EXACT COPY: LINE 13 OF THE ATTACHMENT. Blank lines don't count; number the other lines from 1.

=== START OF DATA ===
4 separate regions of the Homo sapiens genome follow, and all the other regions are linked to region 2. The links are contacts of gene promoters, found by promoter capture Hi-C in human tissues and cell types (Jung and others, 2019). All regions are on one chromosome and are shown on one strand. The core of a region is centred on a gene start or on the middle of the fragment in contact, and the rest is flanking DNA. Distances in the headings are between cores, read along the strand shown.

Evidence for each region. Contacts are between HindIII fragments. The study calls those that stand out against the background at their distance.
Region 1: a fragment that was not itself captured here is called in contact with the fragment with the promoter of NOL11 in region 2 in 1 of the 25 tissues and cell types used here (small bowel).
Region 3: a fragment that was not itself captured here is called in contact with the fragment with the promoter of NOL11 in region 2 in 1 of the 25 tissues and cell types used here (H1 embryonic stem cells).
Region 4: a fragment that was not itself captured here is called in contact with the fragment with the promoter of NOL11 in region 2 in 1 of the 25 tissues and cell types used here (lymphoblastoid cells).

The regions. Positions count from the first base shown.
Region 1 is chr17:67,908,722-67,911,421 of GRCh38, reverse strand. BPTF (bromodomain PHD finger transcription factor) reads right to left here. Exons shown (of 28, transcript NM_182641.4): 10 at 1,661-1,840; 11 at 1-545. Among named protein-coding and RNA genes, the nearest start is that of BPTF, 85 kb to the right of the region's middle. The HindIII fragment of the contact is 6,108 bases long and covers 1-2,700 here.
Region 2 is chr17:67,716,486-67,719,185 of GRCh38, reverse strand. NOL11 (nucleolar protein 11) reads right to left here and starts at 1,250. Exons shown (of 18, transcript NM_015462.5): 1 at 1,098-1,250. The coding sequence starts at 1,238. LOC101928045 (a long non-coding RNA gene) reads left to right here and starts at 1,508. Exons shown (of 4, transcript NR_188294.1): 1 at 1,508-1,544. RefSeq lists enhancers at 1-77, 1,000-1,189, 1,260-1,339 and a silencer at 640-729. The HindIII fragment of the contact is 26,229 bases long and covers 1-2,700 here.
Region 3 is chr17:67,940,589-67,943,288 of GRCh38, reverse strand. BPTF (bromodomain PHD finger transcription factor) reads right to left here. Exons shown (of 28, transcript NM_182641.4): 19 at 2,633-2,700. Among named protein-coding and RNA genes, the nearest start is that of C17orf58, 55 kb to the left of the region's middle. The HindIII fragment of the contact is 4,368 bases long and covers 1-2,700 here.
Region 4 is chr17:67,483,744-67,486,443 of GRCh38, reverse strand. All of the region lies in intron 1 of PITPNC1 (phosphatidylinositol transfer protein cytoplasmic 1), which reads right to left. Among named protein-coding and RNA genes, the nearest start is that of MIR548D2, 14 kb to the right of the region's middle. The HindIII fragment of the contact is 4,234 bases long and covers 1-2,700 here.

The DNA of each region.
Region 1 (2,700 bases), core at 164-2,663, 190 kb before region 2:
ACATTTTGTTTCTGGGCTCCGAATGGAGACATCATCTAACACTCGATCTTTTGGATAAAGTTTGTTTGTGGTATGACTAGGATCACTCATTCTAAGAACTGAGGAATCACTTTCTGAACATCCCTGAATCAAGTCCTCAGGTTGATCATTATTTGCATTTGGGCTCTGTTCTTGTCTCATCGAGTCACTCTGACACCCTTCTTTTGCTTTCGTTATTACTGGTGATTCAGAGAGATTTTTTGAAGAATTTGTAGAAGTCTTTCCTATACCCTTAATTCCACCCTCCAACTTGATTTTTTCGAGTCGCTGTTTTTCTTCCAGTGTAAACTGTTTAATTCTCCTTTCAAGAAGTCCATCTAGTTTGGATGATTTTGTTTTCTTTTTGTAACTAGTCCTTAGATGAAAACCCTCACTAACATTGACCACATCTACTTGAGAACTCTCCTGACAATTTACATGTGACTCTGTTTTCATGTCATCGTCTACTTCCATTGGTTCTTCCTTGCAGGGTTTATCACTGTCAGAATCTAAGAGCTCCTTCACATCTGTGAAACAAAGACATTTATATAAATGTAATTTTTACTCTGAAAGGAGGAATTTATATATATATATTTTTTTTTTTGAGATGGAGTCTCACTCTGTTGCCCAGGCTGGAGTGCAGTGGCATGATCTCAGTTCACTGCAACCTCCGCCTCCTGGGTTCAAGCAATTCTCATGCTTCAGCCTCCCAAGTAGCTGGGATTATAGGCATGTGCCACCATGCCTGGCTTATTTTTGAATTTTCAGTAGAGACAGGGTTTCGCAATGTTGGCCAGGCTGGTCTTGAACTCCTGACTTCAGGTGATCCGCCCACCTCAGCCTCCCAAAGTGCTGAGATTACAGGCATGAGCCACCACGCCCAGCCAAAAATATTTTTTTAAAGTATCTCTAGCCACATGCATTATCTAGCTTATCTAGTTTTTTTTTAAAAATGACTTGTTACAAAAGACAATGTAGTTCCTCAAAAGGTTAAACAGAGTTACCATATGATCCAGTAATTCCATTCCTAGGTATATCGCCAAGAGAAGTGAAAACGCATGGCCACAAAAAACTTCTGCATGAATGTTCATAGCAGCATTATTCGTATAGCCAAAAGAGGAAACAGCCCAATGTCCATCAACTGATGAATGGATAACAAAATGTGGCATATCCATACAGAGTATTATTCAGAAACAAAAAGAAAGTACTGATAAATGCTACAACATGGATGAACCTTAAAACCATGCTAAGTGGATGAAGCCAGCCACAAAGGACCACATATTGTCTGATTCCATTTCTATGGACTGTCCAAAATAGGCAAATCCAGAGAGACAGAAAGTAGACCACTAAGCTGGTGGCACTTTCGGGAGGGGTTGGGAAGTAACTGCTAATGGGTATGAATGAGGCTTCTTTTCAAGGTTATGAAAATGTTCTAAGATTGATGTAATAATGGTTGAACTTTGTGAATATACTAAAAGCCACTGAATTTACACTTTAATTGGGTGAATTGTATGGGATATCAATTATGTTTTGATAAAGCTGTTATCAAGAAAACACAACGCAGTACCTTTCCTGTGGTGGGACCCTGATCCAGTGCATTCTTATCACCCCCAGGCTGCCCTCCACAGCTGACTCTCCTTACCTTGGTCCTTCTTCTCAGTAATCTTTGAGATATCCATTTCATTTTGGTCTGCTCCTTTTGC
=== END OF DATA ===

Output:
ACATTTTGTTTCTGGGCTCCGAATGGAGACATCATCTAACACTCGATCTTTTGGATAAAGTTTGTTTGTGGTATGACTAGGATCACTCATTCTAAGAACTGAGGAATCACTTTCTGAACATCCCTGAATCAAGTCCTCAGGTTGATCATTATTTGCATTTGGGCTCTGTTCTTGTCTCATCGAGTCACTCTGACACCCTTCTTTTGCTTTCGTTATTACTGGTGATTCAGAGAGATTTTTTGAAGAATTTGTAGAAGTCTTTCCTATACCCTTAATTCCACCCTCCAACTTGATTTTTTCGAGTCGCTGTTTTTCTTCCAGTGTAAACTGTTTAATTCTCCTTTCAAGAAGTCCATCTAGTTTGGATGATTTTGTTTTCTTTTTGTAACTAGTCCTTAGATGAAAACCCTCACTAACATTGACCACATCTACTTGAGAACTCTCCTGACAATTTACATGTGACTCTGTTTTCATGTCATCGTCTACTTCCATTGGTTCTTCCTTGCAGGGTTTATCACTGTCAGAATCTAAGAGCTCCTTCACATCTGTGAAACAAAGACATTTATATAAATGTAATTTTTACTCTGAAAGGAGGAATTTATATATATATATTTTTTTTTTTGAGATGGAGTCTCACTCTGTTGCCCAGGCTGGAGTGCAGTGGCATGATCTCAGTTCACTGCAACCTCCGCCTCCTGGGTTCAAGCAATTCTCATGCTTCAGCCTCCCAAGTAGCTGGGATTATAGGCATGTGCCACCATGCCTGGCTTATTTTTGAATTTTCAGTAGAGACAGGGTTTCGCAATGTTGGCCAGGCTGGTCTTGAACTCCTGACTTCAGGTGATCCGCCCACCTCAGCCTCCCAAAGTGCTGAGATTACAGGCATGAGCCACCACGCCCAGCCAAAAATATTTTTTTAAAGTATCTCTAGCCACATGCATTATCTAGCTTATCTAGTTTTTTTTTAAAAATGACTTGTTACAAAAGACAATGTAGTTCCTCAAAAGGTTAAACAGAGTTACCATATGATCCAGTAATTCCATTCCTAGGTATATCGCCAAGAGAAGTGAAAACGCATGGCCACAAAAAACTTCTGCATGAATGTTCATAGCAGCATTATTCGTATAGCCAAAAGAGGAAACAGCCCAATGTCCATCAACTGATGAATGGATAACAAAATGTGGCATATCCATACAGAGTATTATTCAGAAACAAAAAGAAAGTACTGATAAATGCTACAACATGGATGAACCTTAAAACCATGCTAAGTGGATGAAGCCAGCCACAAAGGACCACATATTGTCTGATTCCATTTCTATGGACTGTCCAAAATAGGCAAATCCAGAGAGACAGAAAGTAGACCACTAAGCTGGTGGCACTTTCGGGAGGGGTTGGGAAGTAACTGCTAATGGGTATGAATGAGGCTTCTTTTCAAGGTTATGAAAATGTTCTAAGATTGATGTAATAATGGTTGAACTTTGTGAATATACTAAAAGCCACTGAATTTACACTTTAATTGGGTGAATTGTATGGGATATCAATTATGTTTTGATAAAGCTGTTATCAAGAAAACACAACGCAGTACCTTTCCTGTGGTGGGACCCTGATCCAGTGCATTCTTATCACCCCCAGGCTGCCCTCCACAGCTGACTCTCCTTACCTTGGTCCTTCTTCTCAGTAATCTTTGAGATATCCATTTCATTTTGGTCTGCTCCTTTTGC